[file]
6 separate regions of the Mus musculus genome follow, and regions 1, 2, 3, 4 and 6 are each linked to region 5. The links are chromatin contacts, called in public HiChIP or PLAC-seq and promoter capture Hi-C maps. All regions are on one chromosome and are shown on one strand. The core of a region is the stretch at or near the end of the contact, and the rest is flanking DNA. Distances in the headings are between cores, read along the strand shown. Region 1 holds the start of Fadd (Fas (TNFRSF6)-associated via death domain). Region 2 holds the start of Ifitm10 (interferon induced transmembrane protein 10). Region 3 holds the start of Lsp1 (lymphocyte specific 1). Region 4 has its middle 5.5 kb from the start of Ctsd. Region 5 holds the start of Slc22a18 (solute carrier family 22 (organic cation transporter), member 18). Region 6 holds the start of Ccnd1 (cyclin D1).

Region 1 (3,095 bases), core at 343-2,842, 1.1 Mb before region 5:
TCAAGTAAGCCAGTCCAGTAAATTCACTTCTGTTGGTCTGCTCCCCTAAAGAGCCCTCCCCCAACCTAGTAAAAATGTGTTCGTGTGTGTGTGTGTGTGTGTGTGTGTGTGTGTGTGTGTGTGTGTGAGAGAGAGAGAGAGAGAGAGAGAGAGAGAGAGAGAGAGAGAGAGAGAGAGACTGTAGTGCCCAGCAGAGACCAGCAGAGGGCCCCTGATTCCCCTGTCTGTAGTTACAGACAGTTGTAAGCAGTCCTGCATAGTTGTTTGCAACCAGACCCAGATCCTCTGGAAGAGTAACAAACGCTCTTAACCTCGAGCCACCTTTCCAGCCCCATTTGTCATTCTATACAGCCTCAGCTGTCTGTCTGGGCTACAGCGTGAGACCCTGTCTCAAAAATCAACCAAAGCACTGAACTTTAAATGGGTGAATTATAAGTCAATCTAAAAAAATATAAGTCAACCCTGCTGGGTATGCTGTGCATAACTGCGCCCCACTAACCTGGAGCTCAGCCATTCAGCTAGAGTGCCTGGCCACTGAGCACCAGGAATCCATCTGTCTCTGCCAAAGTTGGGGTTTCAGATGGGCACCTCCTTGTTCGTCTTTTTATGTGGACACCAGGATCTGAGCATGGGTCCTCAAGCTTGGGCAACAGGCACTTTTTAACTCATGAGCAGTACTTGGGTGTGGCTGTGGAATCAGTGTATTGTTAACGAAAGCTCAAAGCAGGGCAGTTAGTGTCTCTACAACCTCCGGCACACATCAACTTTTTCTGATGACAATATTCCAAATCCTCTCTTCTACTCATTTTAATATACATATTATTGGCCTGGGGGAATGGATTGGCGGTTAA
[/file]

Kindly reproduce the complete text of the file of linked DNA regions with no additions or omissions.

6 separate regions of the Mus musculus genome follow, and regions 1, 2, 3, 4 and 6 are each linked to region 5. The links are chromatin contacts, called in public HiChIP or PLAC-seq and promoter capture Hi-C maps. All regions are on one chromosome and are shown on one strand. The core of a region is the stretch at or near the end of the contact, and the rest is flanking DNA. Distances in the headings are between cores, read along the strand shown. Region 1 holds the start of Fadd (Fas (TNFRSF6)-associated via death domain). Region 2 holds the start of Ifitm10 (interferon induced transmembrane protein 10). Region 3 holds the start of Lsp1 (lymphocyte specific 1). Region 4 has its middle 5.5 kb from the start of Ctsd. Region 5 holds the start of Slc22a18 (solute carrier family 22 (organic cation transporter), member 18). Region 6 holds the start of Ccnd1 (cyclin D1).

Region 1 (3,095 bases), core at 343-2,842, 1.1 Mb before region 5:
TCAAGTAAGCCAGTCCAGTAAATTCACTTCTGTTGGTCTGCTCCCCTAAAGAGCCCTCCCCCAACCTAGTAAAAATGTGTTCGTGTGTGTGTGTGTGTGTGTGTGTGTGTGTGTGTGTGTGTGTGTGAGAGAGAGAGAGAGAGAGAGAGAGAGAGAGAGAGAGAGAGAGAGAGAGAGACTGTAGTGCCCAGCAGAGACCAGCAGAGGGCCCCTGATTCCCCTGTCTGTAGTTACAGACAGTTGTAAGCAGTCCTGCATAGTTGTTTGCAACCAGACCCAGATCCTCTGGAAGAGTAACAAACGCTCTTAACCTCGAGCCACCTTTCCAGCCCCATTTGTCATTCTATACAGCCTCAGCTGTCTGTCTGGGCTACAGCGTGAGACCCTGTCTCAAAAATCAACCAAAGCACTGAACTTTAAATGGGTGAATTATAAGTCAATCTAAAAAAATATAAGTCAACCCTGCTGGGTATGCTGTGCATAACTGCGCCCCACTAACCTGGAGCTCAGCCATTCAGCTAGAGTGCCTGGCCACTGAGCACCAGGAATCCATCTGTCTCTGCCAAAGTTGGGGTTTCAGATGGGCACCTCCTTGTTCGTCTTTTTATGTGGACACCAGGATCTGAGCATGGGTCCTCAAGCTTGGGCAACAGGCACTTTTTAACTCATGAGCAGTACTTGGGTGTGGCTGTGGAATCAGTGTATTGTTAACGAAAGCTCAAAGCAGGGCAGTTAGTGTCTCTACAACCTCCGGCACACATCAACTTTTTCTGATGACAATATTCCAAATCCTCTCTTCTACTCATTTTAATATACATATTATTGGCCTGGGGGAATGGATTGGCGGTTAA